Helping your child adjust to life after divorce

On Behalf of | Sep 21, 2020 | Divorce |

There’s no getting around it; divorce is a trying and often painful adjustment for the entire family. For children, in particular, a divorce can feel like the end of the world. But while you likely have concerns regarding how you and your ex-spouse’s split will impact your children and their well-being, the good news is that children are incredibly resilient.

According to research, only a small percentage of kids experience severe problems in the wake of divorce or later in life as adults. While you can expect your kids to experience the short-term adverse effects from your divorce, such as anger, anxiety or betrayal, these reactions generally diminish by the end of the second year.

Fortunately, there are also things you and your ex can do to help make this transition as easy as possible on your kids – and yourselves. Here are a few parenting strategies that can minimize the toll of the divorce process on your children:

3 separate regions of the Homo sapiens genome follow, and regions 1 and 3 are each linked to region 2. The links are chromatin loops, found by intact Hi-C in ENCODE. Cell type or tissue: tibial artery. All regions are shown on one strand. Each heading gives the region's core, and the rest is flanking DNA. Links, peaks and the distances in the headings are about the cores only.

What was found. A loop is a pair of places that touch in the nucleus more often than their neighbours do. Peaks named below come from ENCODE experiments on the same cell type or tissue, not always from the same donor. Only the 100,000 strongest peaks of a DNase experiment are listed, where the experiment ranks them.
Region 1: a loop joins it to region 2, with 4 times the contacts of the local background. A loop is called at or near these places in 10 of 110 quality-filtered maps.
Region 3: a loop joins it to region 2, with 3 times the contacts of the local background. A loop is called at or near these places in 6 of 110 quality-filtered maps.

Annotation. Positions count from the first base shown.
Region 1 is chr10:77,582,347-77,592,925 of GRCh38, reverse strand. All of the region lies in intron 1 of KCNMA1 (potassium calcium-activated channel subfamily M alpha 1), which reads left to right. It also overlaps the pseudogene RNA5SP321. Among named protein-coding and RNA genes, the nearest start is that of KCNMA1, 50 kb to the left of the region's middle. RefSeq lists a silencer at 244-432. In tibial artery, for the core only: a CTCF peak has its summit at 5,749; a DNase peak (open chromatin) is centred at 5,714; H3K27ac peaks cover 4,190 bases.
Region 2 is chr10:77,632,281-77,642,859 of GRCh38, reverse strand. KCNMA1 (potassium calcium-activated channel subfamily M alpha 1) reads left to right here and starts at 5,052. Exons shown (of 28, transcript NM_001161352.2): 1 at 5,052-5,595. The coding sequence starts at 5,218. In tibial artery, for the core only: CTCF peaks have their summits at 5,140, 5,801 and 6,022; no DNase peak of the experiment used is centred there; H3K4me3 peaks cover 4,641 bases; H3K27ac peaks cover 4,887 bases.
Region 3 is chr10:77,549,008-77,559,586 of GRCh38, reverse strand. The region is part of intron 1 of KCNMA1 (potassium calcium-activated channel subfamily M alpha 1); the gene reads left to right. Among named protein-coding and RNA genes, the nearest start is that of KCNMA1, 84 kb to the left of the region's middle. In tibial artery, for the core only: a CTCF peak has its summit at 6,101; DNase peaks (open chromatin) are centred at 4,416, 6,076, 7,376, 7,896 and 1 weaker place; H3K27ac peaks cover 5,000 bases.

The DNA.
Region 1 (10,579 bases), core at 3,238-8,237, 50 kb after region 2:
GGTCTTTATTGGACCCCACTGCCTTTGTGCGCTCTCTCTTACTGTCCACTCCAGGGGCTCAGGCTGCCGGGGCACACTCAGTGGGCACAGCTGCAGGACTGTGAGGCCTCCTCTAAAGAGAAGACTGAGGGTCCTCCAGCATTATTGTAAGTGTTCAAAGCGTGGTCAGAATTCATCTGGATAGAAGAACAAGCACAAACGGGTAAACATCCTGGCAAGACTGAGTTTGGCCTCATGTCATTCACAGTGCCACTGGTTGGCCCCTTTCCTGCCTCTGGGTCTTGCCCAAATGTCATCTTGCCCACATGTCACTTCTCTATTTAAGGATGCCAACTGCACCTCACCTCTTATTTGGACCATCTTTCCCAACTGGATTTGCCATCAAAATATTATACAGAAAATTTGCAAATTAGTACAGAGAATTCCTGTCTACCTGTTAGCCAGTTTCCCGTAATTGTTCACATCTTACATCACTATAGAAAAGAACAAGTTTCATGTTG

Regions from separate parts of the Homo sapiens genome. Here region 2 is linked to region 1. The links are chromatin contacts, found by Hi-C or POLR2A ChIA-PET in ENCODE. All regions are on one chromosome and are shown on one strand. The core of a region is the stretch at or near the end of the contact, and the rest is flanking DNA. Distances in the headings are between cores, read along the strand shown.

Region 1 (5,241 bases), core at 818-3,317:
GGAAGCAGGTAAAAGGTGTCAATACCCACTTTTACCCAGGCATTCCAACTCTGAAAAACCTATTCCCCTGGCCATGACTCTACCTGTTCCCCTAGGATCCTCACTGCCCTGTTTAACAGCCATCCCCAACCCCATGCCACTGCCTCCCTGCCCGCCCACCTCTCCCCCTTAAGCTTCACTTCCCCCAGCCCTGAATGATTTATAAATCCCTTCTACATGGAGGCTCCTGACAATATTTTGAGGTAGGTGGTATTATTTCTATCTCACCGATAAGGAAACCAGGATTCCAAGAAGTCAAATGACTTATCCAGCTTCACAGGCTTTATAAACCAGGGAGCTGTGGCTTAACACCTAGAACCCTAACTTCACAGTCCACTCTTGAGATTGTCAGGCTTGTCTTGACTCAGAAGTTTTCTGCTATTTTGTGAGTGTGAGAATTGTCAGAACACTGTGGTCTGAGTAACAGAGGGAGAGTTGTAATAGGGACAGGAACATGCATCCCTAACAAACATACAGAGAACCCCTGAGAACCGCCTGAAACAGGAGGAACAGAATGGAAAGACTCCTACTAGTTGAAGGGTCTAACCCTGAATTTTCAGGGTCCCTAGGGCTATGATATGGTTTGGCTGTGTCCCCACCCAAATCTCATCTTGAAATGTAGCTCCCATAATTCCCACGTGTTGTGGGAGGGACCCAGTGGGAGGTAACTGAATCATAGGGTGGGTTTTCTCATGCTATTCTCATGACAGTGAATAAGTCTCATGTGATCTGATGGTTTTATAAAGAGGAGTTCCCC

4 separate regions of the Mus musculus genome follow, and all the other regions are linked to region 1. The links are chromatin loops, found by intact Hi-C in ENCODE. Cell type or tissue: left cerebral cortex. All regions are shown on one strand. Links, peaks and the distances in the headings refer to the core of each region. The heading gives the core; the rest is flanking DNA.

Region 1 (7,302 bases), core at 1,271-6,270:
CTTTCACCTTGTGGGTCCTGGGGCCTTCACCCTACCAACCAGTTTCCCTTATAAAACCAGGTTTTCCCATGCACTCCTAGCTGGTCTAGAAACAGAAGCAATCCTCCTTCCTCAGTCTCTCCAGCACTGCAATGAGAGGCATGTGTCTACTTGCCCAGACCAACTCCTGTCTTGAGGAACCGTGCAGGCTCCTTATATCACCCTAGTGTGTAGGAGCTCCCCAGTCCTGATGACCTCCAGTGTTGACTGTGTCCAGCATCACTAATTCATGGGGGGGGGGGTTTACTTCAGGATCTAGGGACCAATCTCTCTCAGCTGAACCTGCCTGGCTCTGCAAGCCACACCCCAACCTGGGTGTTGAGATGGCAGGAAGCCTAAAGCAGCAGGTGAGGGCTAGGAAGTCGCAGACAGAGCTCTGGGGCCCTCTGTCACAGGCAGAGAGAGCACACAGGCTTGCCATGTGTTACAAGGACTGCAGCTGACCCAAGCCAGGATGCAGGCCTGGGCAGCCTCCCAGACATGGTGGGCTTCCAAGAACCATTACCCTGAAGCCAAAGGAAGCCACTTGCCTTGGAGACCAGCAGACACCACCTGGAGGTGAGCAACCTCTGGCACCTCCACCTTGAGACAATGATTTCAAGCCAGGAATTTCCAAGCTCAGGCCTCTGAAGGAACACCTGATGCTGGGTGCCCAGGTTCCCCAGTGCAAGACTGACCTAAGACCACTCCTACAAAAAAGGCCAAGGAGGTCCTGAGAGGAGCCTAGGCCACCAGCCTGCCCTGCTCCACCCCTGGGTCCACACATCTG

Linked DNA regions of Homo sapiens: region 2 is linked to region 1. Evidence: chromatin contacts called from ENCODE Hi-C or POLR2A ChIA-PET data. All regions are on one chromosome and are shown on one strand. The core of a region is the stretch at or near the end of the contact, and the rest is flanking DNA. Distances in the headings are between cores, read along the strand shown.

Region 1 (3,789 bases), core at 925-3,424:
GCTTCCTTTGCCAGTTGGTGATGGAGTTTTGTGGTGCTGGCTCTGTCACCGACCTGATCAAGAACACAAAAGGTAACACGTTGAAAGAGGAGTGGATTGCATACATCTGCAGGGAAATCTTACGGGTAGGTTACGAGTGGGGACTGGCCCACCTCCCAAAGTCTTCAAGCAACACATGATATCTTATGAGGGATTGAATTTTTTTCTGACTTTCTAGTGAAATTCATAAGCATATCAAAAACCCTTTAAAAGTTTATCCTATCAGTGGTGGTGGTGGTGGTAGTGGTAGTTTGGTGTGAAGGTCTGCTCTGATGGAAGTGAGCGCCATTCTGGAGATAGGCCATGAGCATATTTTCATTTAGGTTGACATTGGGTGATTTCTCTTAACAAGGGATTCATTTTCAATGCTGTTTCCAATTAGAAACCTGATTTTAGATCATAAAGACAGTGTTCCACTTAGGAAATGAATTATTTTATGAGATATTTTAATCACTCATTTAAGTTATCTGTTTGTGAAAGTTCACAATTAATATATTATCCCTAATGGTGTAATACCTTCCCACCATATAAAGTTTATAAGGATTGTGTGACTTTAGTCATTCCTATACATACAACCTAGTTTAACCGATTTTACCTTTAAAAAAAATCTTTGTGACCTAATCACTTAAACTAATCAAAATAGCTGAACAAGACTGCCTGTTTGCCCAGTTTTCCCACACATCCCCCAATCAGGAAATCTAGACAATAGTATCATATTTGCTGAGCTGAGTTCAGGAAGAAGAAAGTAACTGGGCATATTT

1. Set aside conflict 

Divorce can often get ugly, but you and your ex should try to keep the peace after your divorce for your children’s sake. High levels of parental conflict both during and after a divorce are associated with poorer adjustment in children. It is after your divorce when your children will need the most support and stability to thrive. If you can’t communicate amicably, you should minimize your child’s exposure to your conflicts.

2. Keep parenting consistent

Even despite your best efforts, a divorce can often cause the quality of your parenting to suffer – especially if you are navigating your own adverse effects of divorce. Establishing a consistent routine and rules for your child to follow at both households can restore a sense of normalcy and stability. It also communicates to your child that even though you and your ex are no longer together, you both still want what’s best for them.

3. Provide emotional support

Though every child will respond to divorce differently due to their age or personality, they must have an outlet for their emotions. Listening to their feelings and fears and reassuring them that you will get through this as a family can help them feel safe, secure and loved. If they are displaying any mental health concerns, enlisting the help of a therapist or family counselor can help them process what they are going through.

As with most things in life, the pain you and your family experience after a divorce is only temporary. By implementing these strategies, you can ensure your kids have the love and support they need to thrive now and later in life.